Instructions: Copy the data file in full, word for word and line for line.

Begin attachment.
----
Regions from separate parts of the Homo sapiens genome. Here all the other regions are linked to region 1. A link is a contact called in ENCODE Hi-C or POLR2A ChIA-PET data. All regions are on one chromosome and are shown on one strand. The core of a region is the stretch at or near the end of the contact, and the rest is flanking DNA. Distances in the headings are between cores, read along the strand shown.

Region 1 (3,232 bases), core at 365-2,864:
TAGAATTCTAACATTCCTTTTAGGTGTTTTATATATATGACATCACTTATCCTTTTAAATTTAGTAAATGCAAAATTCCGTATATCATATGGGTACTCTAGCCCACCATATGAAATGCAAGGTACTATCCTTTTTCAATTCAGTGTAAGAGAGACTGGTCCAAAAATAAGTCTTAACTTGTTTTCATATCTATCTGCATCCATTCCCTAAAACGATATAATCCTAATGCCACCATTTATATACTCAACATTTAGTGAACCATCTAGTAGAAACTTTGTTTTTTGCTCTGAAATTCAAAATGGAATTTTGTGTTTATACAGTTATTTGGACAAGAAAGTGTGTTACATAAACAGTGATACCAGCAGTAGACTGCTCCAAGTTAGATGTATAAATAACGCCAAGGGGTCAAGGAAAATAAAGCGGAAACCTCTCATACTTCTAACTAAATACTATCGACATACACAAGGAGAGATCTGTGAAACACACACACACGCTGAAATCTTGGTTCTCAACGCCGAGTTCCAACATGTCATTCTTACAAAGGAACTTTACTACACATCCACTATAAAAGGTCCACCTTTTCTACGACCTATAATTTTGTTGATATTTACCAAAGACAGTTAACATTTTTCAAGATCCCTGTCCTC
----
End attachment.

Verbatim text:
Regions from separate parts of the Homo sapiens genome. Here all the other regions are linked to region 1. A link is a contact called in ENCODE Hi-C or POLR2A ChIA-PET data. All regions are on one chromosome and are shown on one strand. The core of a region is the stretch at or near the end of the contact, and the rest is flanking DNA. Distances in the headings are between cores, read along the strand shown.

Region 1 (3,232 bases), core at 365-2,864:
TAGAATTCTAACATTCCTTTTAGGTGTTTTATATATATGACATCACTTATCCTTTTAAATTTAGTAAATGCAAAATTCCGTATATCATATGGGTACTCTAGCCCACCATATGAAATGCAAGGTACTATCCTTTTTCAATTCAGTGTAAGAGAGACTGGTCCAAAAATAAGTCTTAACTTGTTTTCATATCTATCTGCATCCATTCCCTAAAACGATATAATCCTAATGCCACCATTTATATACTCAACATTTAGTGAACCATCTAGTAGAAACTTTGTTTTTTGCTCTGAAATTCAAAATGGAATTTTGTGTTTATACAGTTATTTGGACAAGAAAGTGTGTTACATAAACAGTGATACCAGCAGTAGACTGCTCCAAGTTAGATGTATAAATAACGCCAAGGGGTCAAGGAAAATAAAGCGGAAACCTCTCATACTTCTAACTAAATACTATCGACATACACAAGGAGAGATCTGTGAAACACACACACACGCTGAAATCTTGGTTCTCAACGCCGAGTTCCAACATGTCATTCTTACAAAGGAACTTTACTACACATCCACTATAAAAGGTCCACCTTTTCTACGACCTATAATTTTGTTGATATTTACCAAAGACAGTTAACATTTTTCAAGATCCCTGTCCTC